• G05BCONTROL OR REGULATING SYSTEMS IN GENERAL; FUNCTIONAL ELEMENTS OF SUCH SYSTEMS; MONITORING OR TESTING ARRANGEMENTS FOR SUCH SYSTEMS OR ELEMENTS
    • G05B2219/00Program-control systems
    • G05B2219/30Nc systems
    • G05B2219/33Director till display
    • G05B2219/33331Test, diagnostic of field device for correct device, correct parameters
    • YGENERAL TAGGING OF NEW TECHNOLOGICAL DEVELOPMENTS; GENERAL TAGGING OF CROSS-SECTIONAL TECHNOLOGIES SPANNING OVER SEVERAL SECTIONS OF THE IPC; TECHNICAL SUBJECTS COVERED BY FORMER USPC CROSS-REFERENCE ART COLLECTIONS [XRACs] AND DIGESTS
    • Y02TECHNOLOGIES OR APPLICATIONS FOR MITIGATION OR ADAPTATION AGAINST CLIMATE CHANGE
    • Y02PCLIMATE CHANGE MITIGATION TECHNOLOGIES IN THE PRODUCTION OR PROCESSING OF GOODS
    • Y02P90/00Enabling technologies with a potential contribution to greenhouse gas [GHG] emissions mitigation
    • Y02P90/02Total factory control, e.g. smart factories, flexible manufacturing systems [FMS] or integrated manufacturing systems [IMS]
    • Y02P90/16Total factory control, e.g. smart factories, flexible manufacturing systems [FMS] or integrated manufacturing systems [IMS] characterised by system universality, i.e. configurability or modularity of production units
    • YGENERAL TAGGING OF NEW TECHNOLOGICAL DEVELOPMENTS; GENERAL TAGGING OF CROSS-SECTIONAL TECHNOLOGIES SPANNING OVER SEVERAL SECTIONS OF THE IPC; TECHNICAL SUBJECTS COVERED BY FORMER USPC CROSS-REFERENCE ART COLLECTIONS [XRACs] AND DIGESTS
    • Y02TECHNOLOGIES OR APPLICATIONS FOR MITIGATION OR ADAPTATION AGAINST CLIMATE CHANGE
    • Y02PCLIMATE CHANGE MITIGATION TECHNOLOGIES IN THE PRODUCTION OR PROCESSING OF GOODS
    • Y02P90/00Enabling technologies with a potential contribution to greenhouse gas [GHG] emissions mitigation
    • Y02P90/02Total factory control, e.g. smart factories, flexible manufacturing systems [FMS] or integrated manufacturing systems [IMS]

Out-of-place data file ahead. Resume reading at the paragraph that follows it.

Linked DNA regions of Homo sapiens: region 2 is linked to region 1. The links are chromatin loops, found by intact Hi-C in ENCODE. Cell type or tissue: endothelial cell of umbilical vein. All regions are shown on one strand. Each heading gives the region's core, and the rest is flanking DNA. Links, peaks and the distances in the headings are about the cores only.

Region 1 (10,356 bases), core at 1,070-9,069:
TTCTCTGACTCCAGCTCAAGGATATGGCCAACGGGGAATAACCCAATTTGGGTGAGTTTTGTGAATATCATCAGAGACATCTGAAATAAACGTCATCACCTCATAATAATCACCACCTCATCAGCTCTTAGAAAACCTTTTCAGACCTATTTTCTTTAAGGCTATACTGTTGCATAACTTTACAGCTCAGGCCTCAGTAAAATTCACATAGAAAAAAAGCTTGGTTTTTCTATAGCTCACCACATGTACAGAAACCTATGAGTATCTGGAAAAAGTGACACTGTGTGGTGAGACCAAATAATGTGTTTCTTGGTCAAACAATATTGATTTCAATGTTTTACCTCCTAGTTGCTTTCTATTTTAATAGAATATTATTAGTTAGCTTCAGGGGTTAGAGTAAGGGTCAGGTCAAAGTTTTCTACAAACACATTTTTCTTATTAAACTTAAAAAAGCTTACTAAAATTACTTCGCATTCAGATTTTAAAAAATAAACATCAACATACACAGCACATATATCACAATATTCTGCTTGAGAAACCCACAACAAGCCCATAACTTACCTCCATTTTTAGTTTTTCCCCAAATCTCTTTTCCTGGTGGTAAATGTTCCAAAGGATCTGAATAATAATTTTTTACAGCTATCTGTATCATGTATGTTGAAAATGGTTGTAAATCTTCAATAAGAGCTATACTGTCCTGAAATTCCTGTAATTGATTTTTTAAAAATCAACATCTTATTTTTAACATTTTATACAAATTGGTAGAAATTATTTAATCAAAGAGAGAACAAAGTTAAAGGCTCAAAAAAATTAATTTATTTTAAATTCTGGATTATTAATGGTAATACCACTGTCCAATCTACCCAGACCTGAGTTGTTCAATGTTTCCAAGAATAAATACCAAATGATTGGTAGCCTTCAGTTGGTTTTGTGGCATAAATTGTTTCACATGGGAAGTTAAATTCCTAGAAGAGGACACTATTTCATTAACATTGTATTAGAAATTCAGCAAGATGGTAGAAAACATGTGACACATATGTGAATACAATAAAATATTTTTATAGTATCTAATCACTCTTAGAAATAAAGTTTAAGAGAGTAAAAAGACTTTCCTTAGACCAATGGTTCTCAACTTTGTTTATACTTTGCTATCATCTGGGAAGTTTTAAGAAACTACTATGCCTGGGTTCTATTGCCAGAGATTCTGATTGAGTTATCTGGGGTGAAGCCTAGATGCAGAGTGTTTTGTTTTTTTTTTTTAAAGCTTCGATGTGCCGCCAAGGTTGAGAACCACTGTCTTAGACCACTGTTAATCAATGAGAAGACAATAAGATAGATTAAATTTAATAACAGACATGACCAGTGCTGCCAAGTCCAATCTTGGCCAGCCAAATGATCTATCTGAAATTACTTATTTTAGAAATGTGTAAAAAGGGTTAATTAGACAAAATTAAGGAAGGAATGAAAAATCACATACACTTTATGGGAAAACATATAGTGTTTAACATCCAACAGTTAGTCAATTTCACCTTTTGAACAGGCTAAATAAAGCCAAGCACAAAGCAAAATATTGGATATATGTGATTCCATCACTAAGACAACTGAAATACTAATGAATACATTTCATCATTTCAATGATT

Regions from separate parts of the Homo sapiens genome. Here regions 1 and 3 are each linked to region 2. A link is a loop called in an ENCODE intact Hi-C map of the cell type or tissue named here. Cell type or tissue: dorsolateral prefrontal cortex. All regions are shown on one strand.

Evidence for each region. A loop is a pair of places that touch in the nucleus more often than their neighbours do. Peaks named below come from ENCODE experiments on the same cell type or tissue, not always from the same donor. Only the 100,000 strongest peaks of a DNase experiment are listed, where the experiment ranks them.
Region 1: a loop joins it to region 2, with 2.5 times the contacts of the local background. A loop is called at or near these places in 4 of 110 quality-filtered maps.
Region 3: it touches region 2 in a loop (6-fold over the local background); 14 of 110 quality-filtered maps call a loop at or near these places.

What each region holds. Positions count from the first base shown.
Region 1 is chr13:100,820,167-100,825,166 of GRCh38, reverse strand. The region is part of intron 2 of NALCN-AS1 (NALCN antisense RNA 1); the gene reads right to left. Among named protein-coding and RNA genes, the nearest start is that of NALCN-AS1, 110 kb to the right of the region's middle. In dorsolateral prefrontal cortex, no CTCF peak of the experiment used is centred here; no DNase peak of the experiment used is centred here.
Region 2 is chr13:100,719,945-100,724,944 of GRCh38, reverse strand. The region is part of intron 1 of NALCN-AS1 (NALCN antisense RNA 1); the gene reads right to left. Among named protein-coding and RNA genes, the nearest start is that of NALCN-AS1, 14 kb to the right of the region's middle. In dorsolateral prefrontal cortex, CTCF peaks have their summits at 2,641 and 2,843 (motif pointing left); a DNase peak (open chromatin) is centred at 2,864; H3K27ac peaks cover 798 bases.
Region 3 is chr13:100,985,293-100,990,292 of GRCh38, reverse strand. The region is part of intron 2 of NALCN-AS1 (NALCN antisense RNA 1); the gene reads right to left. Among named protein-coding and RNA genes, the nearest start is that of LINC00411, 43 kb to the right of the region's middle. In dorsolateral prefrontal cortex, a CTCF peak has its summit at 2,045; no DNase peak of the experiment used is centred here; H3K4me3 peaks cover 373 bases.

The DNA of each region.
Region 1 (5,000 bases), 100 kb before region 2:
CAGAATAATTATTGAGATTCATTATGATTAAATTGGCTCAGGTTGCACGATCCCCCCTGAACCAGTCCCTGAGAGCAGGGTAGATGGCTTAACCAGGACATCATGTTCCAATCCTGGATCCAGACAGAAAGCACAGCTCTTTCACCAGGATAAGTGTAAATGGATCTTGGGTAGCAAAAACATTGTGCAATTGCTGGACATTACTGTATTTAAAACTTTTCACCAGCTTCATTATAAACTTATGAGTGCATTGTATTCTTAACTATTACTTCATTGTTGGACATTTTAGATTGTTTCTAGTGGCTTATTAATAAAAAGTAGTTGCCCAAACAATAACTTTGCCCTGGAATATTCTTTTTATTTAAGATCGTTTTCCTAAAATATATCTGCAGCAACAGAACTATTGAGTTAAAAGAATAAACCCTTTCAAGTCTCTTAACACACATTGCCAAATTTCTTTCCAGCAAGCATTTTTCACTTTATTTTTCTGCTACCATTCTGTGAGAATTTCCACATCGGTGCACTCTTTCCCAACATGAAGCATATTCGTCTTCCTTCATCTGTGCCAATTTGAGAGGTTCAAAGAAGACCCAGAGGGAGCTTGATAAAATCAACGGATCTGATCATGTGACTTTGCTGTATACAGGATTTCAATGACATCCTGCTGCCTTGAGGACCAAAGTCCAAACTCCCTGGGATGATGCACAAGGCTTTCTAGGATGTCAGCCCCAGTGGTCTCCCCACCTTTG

• Y02P90/18Total factory control, e.g. smart factories, flexible manufacturing systems [FMS] or integrated manufacturing systems [IMS] characterised by the network communication

Abstract

Methods and systems to update information of a device description of a field instrument are described. In one example, a method involves comparing a host revision of the device description executed via a host application to an instrument revision of the device description of the field instrument, generating a character string of update information based on the comparison, the character string containing the update information, and displaying the character string via the host application.

Description

    FIELD OF THE DISCLOSURE
  • This disclosure relates generally to process control systems and, more particularly, to methods and systems to provide update information of a device description of a field instrument.
  • BACKGROUND
  • Process control systems, like those used in chemical, petroleum or other processes, typically include one or more process controllers and input/output (I/O) devices communicatively coupled to at least one host or operator workstation and to one or more field devices or instruments via analog, digital or combined analog/digital buses. The field devices, which may be, for example, valves, valve positioners, switches and transmitters (e.g., temperature, pressure and flow rate sensors), perform process control functions within the process such as opening or closing valves and measuring process control parameters. The controllers receive signals indicative of process measurements made by the field devices, process this information to implement a control routine, and generate control signals that are sent over the buses or other communication lines to the field devices to control the operation of the process. In this manner, the controllers may execute and coordinate control strategies or routines using the field devices via the buses and/or other communication links communicatively coupling the field devices.
  • Information from the field devices and the controllers may be made available to one or more host applications (i.e., routines, programs, etc.) executed by the operator workstation (e.g., a processor-based system) to enable an operator and/or engineer to perform desired functions with respect to the process, such as viewing the current state of the process (e.g., via a graphical user interface), evaluating the process, modifying an operation of the process (e.g., via a visual object diagram), etc. In many instances, host applications achieve these ends by interacting with field devices based upon universal commands and functions implemented by each field device (e.g., reading the primary variable of the field device). However, field device manufacturers frequently develop device-specific commands and/or functionality that provides added value to the field device by enabling access to unique functions and/or data within the field device.